Gerald Crabb was born in the small rural town of Rosine, Ky. As a young boy, Crabb was passionate about music and was always in church. His mom taught him how to pray and made sure he attended services. He sang for the first time in public at age five, at a church in Louisville, Ky. By age 11, Crabb was playing the guitar and then preaching by age 17.
When Crabb was just nine years old, George Esterly – a blind man from Louisville – came to his house and brought his SG Gibson red guitar and taught Crabb how to play it. He loved it so much that he never looked back. It wasn’t long before Crabb was singing on a television program called “Country Music Jubilee” on Saturday nights.
Over the years, God has blessed Crabb with a thriving ministry and a compelling career in music as a singer, songwriter, publisher, and producer. He says he is a man that has been blessed, and he has no problem telling others just how blessed he is. God took a simple, ordinary man from the backwoods of Kentucky and used him to touch the hearts of millions of people around the world. He is a living testimony of how God can take your circumstances and use them for His glory. And if God can do that for him, He can certainly do it for others.
In 1994, Gerald Crabb founded the internationally-known group, the Crabb Family, and led it to a whirlwind success, achieving many No. 1 songs, awards and opportunities to sing on platforms across the United States and abroad. He says he is so proud of all his children and grandchildren and all they have accomplished in their lives for the Lord.
Crabb has appeared in churches, on Gaither Homecoming videos, on the Trinity Broadcasting Network (TBN), on the 700 Club, and on Country Music Television (CMT). He has also performed at Carnegie Hall, the Grand Ole Opry, the Ryman Auditorium, the Red Rocks Amphitheatre, and the Brooklyn Tabernacle.
This prolific writer has penned more than 475 songs, with 24 resulting in No. 1 positions on radio charts. From January 1998 until December 2006, one or more of his songs held the No. 1 position on the national Southern Gospel chart for 37 months out of a 107-month period.
In 2011, Crabb was awarded song of the year for “Sometimes I Cry,” recorded by Jason Crabb, and songwriter of the year at the 42nd annual Dove Awards. He has won a total of six Dove Awards and has also won songwriter and publisher of the year awards with BMI and two performance awards with Broadcast Music, Inc. (BMI), which are the awards every songwriter wants to win because they are based totally on merit and not voted upon.
Many of the songs performed by the Crabb Family were written by Crabb, including “He Came Looking for Me,” “Please Come Down To Me,” “Please Forgive Me,” and “Don’t That Make You Wanna Go.” He says he is probably best known for “Through the Fire,” which was featured on the album “Glory Train” by Randy Travis. This project won in the best Southern, Country, or Bluegrass Gospel Album category in the 51st Grammy Awards. It was also featured on the 52nd annual Grammy Award winning album, “Jason Crabb” by Jason Crabb. He has received numerous Dove Awards over the years as well as several Diamond Awards, winning Dottie Rambo Songwriter of the Year several times as well as The J. D. Sumner Living Legend Award.
Not just a singer, songwriter and preacher, Crabb has also released a book of personal and powerful testimonies of how God has used the song “Through the Fire” to change lives. He says Bill Gaither once advised him to never do a concert without the song in the lineup.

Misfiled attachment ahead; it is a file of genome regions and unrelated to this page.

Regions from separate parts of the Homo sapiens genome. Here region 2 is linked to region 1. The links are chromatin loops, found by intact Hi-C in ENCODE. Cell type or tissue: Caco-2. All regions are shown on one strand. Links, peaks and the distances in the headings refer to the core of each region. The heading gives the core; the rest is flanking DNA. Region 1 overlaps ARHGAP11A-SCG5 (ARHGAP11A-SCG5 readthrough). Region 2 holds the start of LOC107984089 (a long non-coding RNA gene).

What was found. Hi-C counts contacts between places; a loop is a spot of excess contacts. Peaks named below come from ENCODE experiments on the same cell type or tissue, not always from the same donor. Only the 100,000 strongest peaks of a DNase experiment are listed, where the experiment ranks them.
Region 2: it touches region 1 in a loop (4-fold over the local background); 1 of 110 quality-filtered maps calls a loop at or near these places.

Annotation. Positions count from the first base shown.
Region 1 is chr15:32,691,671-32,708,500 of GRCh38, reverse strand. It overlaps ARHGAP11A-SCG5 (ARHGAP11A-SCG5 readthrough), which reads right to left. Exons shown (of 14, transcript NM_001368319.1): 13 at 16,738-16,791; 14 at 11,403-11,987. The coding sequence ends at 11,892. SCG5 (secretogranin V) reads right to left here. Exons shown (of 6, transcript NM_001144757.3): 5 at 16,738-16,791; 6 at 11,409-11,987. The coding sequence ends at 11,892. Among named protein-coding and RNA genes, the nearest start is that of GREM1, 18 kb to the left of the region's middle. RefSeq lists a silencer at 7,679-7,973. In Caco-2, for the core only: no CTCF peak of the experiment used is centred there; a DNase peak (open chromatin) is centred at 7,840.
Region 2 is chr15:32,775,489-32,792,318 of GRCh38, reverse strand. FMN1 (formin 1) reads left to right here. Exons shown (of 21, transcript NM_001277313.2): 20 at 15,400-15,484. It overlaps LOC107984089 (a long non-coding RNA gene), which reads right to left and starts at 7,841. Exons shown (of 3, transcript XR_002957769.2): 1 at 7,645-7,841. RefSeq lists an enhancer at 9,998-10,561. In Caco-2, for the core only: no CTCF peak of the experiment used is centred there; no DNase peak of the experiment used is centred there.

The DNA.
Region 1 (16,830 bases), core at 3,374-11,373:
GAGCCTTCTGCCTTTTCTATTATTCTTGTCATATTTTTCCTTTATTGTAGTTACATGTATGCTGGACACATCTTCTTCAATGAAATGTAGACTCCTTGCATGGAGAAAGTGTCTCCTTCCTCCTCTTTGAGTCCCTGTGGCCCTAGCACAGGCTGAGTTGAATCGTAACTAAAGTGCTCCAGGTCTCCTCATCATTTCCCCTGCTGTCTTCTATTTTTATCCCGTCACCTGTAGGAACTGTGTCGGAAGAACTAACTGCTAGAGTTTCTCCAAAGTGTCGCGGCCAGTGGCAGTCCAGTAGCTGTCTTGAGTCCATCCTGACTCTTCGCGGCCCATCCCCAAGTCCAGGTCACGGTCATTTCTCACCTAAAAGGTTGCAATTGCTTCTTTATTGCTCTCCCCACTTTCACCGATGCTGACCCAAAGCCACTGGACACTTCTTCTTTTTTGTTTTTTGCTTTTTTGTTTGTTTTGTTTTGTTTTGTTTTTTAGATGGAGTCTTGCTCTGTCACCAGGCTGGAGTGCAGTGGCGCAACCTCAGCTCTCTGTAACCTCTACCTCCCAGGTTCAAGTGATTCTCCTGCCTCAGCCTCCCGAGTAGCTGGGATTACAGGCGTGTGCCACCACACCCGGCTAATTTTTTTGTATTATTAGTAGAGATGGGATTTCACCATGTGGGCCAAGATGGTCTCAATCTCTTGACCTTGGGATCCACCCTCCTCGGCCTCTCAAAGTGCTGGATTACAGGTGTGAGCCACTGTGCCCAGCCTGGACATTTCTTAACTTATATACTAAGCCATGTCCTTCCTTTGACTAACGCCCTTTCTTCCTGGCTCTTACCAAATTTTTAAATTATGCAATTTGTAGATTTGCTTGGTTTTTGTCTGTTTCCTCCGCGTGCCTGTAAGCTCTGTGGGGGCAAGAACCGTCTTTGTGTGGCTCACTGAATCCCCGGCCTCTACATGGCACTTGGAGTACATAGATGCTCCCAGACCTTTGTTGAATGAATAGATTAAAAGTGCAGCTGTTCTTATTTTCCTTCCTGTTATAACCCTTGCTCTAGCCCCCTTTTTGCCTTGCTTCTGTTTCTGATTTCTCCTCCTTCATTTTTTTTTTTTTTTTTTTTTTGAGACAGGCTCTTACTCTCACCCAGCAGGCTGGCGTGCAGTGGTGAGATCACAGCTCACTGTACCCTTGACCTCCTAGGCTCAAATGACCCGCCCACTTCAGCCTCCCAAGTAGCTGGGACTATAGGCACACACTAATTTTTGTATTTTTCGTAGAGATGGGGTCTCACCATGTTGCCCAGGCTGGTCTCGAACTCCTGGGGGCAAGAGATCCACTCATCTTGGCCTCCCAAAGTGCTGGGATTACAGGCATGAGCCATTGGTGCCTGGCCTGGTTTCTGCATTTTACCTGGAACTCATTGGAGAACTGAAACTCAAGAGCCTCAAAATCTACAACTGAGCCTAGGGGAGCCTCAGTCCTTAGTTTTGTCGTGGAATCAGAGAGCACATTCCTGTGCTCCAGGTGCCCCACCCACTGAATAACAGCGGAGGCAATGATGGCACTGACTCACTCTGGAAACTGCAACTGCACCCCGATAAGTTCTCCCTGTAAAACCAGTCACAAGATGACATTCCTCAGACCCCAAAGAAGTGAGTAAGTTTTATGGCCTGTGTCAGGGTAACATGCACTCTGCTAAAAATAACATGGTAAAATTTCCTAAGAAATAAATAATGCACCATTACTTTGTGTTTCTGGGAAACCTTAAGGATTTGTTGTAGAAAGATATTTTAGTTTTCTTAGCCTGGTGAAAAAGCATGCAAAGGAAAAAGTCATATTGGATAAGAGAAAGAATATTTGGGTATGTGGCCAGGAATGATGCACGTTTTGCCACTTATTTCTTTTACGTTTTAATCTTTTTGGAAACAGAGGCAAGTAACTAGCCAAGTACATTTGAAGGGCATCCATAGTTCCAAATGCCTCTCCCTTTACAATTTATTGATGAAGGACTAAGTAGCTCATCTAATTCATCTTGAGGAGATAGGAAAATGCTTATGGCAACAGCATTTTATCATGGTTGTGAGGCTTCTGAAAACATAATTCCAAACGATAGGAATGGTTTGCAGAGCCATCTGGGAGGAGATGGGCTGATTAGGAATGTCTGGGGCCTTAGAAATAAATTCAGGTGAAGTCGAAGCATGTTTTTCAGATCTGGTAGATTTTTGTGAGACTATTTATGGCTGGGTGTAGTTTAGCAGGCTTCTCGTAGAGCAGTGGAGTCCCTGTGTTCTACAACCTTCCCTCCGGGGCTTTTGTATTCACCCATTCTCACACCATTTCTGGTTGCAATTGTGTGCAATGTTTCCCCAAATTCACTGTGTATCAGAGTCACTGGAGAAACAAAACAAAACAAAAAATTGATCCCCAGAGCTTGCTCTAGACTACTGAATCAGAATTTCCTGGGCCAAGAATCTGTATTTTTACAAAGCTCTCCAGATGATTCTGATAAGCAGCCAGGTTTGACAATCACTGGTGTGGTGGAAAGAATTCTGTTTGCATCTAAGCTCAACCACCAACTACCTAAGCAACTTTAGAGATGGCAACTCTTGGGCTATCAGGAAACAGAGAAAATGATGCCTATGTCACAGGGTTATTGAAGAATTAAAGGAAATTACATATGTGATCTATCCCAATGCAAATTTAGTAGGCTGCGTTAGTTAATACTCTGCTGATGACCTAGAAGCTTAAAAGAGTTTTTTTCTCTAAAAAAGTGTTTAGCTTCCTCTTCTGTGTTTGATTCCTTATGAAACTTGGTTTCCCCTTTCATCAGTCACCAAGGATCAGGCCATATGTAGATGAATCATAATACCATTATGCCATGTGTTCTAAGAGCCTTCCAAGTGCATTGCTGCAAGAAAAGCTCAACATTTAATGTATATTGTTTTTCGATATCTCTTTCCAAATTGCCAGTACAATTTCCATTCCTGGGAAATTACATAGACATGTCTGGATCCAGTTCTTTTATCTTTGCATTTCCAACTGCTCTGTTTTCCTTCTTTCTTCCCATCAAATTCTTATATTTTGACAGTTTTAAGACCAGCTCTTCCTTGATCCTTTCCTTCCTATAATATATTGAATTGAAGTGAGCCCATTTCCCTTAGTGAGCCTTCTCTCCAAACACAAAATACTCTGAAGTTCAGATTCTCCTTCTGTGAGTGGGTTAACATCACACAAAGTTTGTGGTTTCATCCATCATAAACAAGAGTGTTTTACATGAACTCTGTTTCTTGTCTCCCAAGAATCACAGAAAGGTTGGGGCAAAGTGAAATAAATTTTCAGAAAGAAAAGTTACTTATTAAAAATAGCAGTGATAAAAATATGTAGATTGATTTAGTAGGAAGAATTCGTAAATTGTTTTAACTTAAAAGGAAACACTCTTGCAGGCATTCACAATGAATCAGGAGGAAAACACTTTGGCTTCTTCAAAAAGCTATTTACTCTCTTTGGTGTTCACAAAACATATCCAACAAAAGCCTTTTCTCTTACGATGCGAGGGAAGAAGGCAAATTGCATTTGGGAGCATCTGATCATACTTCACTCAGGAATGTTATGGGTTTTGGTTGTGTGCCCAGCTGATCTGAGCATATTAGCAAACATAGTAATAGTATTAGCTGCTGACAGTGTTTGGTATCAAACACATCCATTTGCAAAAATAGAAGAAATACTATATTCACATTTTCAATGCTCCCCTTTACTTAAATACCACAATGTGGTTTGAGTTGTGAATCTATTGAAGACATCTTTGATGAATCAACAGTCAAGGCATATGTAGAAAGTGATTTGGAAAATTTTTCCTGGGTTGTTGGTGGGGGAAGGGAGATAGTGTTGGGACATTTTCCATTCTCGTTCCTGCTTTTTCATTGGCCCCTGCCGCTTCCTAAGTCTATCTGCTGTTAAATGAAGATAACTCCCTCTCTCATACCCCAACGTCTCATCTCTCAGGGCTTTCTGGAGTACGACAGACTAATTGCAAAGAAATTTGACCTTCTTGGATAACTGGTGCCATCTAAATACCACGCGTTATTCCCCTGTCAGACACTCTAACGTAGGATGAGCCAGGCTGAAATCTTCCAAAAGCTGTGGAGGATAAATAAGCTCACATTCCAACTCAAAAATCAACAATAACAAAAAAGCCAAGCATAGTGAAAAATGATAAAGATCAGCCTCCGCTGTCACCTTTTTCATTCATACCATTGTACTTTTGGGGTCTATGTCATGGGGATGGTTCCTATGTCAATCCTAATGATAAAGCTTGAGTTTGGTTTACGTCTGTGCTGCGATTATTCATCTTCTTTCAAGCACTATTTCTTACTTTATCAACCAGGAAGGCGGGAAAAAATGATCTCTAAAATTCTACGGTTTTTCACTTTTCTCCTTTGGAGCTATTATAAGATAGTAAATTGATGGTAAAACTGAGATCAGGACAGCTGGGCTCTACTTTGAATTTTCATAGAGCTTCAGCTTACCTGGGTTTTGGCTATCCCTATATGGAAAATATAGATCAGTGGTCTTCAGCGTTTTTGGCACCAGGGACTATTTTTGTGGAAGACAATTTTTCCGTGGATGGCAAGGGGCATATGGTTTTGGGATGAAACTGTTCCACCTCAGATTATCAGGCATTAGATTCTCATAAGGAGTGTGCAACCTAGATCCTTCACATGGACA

Despite all of the accolades, Crabb believes that his greatest gift comes from seeing a soul get saved. That is what he truly lives for. He loves to sing and write, but preaching the word is where he finds the most enjoyment and fulfillment.
Although his ministry takes him across the nation, Crabb prefers to live in a small town and makes his home in Ripley, Miss., with his wife Debi. He says that his wife is God’s greatest reward in his life.
“She loves me, stands beside me, and I thank God for her,” Crabb points out. “There is no way that I could do what I do without Debi’s love and support, and another thing that is so awesome is that people really love her too.”
Two years ago, something happened that changed Crabb’s life forever. He had been preaching a revival and became ill. He drove all the way home from the revival and ate supper, then he drove to a hospital in Tupelo, Miss.
After drawing blood, the doctor informed him that he had indeed had a heart attack. The main artery to his heart was 85 percent blocked, as well as two other arteries. He went on to have triple-bypass surgery and states he is blessed to be alive.
“You don’t stare death in the face and it not change you,” Crabb says. “You change your priorities. I truly want to hear God say you have been faithful in a few things and well done.”
One of the life lessons he says he has learned came through reading Revelation 4:11 and seeing that verse in a new light.
“We are created for God’s pleasure, but we go through life pleasuring ourselves,” Crabb explains. “When we get to that place, we don’t treat people like we should, and we don’t treat God right. We develop an all-about-me mentality and what we want. I have hurt a lot of people because I was selfish. I made a commitment from that day forward to please God. If we do that, I believe we won’t have to worry about anything else. I have become a new person since reading this and learned one of my greatest life lessons.”
Gerald Crabb ’s motivation to see souls saved and lives changed keeps him busy performing, writing, preaching and producing. He ministers at numerous concerts, events, camp meetings and revivals throughout the year and occasionally mentors upcoming artists by offering songwriting and music business workshops. If he is ever in your area, drop by and see him. You won’t be disappointed. He truly is a man of many talents and an amazing artist.
By Debbie Seagraves